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Thread: I'm just wondering if

  1. #1
    Junior Member
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    . . .you could paper piece on used dryer sheets and not have to remove the sheet after sewing? I have only done 2 simple little paper pieced squares but hated tearing off the paper. What would be the pros & cons of doing this? I have learned so, so much from this board and look forward to hearing your views. Thanks

  2. #2
    Power Poster QuiltE's Avatar
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    I believe many use them for Crumb Quilts. I tried and few and they worked fine for that. Keeps all the seams nicely tucked away.

    As for PPing, sure you could do that, though how are you going to transfer your pattern to the dryer sheet? You could trace it on there, but I'd be worried about the consistency.

    I find the tearing off part to be finicky too ... though by keeping my stitches very small, the paper does come off pretty easily.

  3. #3
    Power Poster erstan947's Avatar
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    I use it for "crumb blocks" and I have also used the dryer sheets for applique. I did a quilt with a bunch of circles and they worked great:) http://www.quiltingboard.com/t-122616-1.htm

  4. #4
    Community Manager PatriceJ's Avatar
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    if you iron the dryer sheets to freezer paper, you can run them through your printer.

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    I find the tearing off part to be finicky too ... though by keeping my stitches very small, the paper does come off pretty easily.[/quote]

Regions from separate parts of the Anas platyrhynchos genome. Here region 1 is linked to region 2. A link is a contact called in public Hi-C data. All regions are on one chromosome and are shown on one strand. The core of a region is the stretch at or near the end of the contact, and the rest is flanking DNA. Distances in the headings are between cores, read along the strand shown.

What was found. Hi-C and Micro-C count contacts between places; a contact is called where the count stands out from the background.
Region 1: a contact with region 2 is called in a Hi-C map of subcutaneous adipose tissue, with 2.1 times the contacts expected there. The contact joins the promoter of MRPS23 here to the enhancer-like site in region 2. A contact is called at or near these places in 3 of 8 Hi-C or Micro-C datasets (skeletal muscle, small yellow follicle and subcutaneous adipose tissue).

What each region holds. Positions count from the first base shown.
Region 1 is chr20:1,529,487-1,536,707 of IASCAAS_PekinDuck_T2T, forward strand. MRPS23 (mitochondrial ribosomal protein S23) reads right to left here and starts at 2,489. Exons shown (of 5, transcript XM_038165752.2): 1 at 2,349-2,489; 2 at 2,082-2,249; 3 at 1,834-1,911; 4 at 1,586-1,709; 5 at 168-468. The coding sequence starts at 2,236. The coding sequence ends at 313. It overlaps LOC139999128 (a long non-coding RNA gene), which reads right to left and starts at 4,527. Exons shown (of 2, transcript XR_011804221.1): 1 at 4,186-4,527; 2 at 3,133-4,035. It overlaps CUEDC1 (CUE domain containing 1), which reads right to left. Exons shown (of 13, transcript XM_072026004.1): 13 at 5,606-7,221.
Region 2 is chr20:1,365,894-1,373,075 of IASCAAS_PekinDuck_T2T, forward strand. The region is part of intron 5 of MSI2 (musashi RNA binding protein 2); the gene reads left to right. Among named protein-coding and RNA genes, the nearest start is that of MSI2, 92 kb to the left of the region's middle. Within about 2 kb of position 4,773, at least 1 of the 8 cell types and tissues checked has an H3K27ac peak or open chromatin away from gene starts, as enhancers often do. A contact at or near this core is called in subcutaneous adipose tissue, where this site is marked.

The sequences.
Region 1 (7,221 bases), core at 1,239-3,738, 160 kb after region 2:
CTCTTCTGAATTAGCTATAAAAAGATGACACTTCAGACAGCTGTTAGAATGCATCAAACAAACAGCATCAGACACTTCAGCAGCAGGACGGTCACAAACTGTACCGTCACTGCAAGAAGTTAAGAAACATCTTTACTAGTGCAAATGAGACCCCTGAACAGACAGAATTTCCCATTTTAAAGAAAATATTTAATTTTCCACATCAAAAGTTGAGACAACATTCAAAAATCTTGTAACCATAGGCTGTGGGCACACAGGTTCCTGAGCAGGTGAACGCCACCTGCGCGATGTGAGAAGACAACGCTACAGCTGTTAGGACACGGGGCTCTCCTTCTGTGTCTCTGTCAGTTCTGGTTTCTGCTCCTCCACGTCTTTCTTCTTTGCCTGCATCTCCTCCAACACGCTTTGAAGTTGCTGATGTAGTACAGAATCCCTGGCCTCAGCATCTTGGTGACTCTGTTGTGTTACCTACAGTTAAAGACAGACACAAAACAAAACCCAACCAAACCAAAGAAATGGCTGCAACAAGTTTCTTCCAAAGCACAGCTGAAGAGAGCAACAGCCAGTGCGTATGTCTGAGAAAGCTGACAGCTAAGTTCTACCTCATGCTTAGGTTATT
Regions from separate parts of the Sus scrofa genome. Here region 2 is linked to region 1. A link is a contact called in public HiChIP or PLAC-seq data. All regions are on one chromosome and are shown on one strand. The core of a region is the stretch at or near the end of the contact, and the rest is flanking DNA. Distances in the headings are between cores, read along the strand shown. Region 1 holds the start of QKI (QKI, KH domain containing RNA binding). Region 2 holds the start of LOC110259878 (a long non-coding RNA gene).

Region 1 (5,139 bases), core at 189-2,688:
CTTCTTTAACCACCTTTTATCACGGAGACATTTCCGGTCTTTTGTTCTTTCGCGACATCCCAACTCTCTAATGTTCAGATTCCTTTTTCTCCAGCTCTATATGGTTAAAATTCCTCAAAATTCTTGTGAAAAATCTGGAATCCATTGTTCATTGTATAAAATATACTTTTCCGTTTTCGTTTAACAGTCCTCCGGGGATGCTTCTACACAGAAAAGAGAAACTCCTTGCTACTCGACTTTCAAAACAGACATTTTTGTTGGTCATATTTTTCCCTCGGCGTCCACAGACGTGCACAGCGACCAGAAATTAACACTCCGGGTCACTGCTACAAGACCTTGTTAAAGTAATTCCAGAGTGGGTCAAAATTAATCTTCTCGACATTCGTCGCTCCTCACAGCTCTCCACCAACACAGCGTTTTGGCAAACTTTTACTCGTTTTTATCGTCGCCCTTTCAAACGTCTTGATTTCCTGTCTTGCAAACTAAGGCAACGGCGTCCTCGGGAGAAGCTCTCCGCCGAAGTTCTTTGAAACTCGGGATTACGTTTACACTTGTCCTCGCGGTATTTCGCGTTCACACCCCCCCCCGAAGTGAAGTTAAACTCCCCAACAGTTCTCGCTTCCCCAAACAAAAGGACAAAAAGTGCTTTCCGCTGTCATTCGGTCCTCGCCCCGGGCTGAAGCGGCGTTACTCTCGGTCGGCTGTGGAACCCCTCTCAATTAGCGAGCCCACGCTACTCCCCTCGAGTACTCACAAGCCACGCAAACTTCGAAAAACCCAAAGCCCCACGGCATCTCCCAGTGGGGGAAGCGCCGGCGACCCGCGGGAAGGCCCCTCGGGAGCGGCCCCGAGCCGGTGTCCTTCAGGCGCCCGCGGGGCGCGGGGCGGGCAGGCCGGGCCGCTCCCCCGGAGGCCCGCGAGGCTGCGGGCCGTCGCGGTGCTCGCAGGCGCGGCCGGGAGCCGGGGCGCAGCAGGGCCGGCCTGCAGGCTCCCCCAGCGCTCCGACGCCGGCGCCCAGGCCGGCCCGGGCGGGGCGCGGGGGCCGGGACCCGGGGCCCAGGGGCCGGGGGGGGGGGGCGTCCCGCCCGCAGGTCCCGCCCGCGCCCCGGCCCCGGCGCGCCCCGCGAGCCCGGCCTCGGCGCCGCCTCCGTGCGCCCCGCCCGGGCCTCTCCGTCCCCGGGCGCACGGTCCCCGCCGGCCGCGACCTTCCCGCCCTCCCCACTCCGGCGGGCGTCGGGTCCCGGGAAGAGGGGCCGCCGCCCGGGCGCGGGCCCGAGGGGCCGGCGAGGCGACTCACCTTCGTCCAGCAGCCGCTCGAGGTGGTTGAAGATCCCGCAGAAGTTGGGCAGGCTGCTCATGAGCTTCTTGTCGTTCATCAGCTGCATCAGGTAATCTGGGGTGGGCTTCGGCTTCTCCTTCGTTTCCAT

-------------------------------
    I was told by an older lady that when the sewing is done, spritz the sewing line with water, wait a moment and it will tear off real easy. It softens the paper so it will come off without tearing out the stitches. Might not work on freezer paper, that is made to keep out moisture.

  6. #6
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    Darn, hit the send button twice

  7. #7
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    I guess I should explain what I am thinking of doing. I used the dryer sheets for machine appliqueing some hearts and it worked really well. I want to make a crazy quilt and thought the dryer sheets might act like a lt wt stabilizer. I definitely see what some of you were saying about it not being very exact but for a crazy quilt, that might not be so important

  8. #8
    a regular here quilting cat's Avatar
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    If the sheets have been used enough that ALL the softener is gone, it might work. I wouldn't trust the chemicals not to discolor the fabrics.

  9. #9
    Super Member ckcowl's Avatar
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    those work well- i usually do all my paper piecing on muslin (foundation piecing)
    for the same reason- i hate removing the paper- also it adds an additional layer to the quilt- keeps everything very stable.
    using lightweight fabric does make the quilt a bit heavier- but living in Northern Michigan---thats never a bad thing here :)

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